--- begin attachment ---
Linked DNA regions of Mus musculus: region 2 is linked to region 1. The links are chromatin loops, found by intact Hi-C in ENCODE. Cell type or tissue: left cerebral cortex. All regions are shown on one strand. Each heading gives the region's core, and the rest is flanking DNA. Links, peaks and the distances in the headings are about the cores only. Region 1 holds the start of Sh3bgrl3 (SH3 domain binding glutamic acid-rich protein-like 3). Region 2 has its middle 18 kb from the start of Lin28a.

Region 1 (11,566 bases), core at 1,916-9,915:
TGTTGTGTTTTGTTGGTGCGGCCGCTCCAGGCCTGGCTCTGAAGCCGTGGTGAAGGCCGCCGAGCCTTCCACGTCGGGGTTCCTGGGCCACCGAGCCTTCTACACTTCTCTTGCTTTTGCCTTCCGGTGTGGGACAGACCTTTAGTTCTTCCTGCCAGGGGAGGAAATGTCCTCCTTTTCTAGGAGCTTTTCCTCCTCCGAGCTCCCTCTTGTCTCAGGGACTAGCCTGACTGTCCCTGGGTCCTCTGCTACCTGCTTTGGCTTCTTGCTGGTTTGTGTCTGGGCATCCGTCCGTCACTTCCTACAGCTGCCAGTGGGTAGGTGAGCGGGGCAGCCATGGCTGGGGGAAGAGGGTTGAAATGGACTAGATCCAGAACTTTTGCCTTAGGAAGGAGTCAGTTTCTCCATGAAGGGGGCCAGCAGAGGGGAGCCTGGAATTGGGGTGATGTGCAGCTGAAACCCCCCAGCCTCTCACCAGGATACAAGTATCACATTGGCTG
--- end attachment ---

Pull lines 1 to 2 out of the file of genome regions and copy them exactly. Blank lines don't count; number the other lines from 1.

Linked DNA regions of Mus musculus: region 2 is linked to region 1. The links are chromatin loops, found by intact Hi-C in ENCODE. Cell type or tissue: left cerebral cortex. All regions are shown on one strand. Each heading gives the region's core, and the rest is flanking DNA. Links, peaks and the distances in the headings are about the cores only. Region 1 holds the start of Sh3bgrl3 (SH3 domain binding glutamic acid-rich protein-like 3). Region 2 has its middle 18 kb from the start of Lin28a.

Region 1 (11,566 bases), core at 1,916-9,915: